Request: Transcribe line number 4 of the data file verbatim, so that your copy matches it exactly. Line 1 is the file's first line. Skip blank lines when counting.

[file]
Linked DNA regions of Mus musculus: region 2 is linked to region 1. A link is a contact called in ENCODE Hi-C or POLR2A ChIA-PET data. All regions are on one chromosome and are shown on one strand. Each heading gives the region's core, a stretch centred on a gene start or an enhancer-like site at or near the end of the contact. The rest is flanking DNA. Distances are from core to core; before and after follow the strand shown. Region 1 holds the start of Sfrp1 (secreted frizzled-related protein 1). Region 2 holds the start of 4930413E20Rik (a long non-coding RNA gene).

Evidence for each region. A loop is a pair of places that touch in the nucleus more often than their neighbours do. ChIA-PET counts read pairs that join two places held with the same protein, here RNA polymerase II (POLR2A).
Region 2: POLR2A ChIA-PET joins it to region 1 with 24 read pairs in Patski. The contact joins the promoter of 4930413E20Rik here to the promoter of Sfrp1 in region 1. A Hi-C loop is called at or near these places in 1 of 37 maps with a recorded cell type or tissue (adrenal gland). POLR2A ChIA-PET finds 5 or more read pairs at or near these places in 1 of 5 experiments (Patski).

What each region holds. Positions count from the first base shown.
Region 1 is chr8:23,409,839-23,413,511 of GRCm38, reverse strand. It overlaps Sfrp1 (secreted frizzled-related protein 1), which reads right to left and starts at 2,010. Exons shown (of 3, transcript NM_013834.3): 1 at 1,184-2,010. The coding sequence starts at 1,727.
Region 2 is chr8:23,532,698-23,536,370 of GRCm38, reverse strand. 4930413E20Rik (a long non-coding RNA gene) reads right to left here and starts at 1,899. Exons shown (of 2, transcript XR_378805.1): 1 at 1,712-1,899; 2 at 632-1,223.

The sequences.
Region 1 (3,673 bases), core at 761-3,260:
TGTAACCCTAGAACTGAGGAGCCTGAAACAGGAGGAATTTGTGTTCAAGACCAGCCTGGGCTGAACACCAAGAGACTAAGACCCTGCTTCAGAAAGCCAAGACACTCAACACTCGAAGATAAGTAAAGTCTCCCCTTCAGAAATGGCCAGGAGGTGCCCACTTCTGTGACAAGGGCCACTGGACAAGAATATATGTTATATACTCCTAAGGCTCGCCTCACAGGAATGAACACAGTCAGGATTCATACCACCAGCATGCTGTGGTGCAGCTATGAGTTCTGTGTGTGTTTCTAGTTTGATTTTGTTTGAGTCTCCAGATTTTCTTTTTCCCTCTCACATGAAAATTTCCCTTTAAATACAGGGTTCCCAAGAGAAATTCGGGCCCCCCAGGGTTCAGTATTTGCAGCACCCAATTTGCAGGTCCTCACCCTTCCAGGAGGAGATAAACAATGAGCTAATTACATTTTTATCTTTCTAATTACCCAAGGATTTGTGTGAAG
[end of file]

What each region holds. Positions count from the first base shown.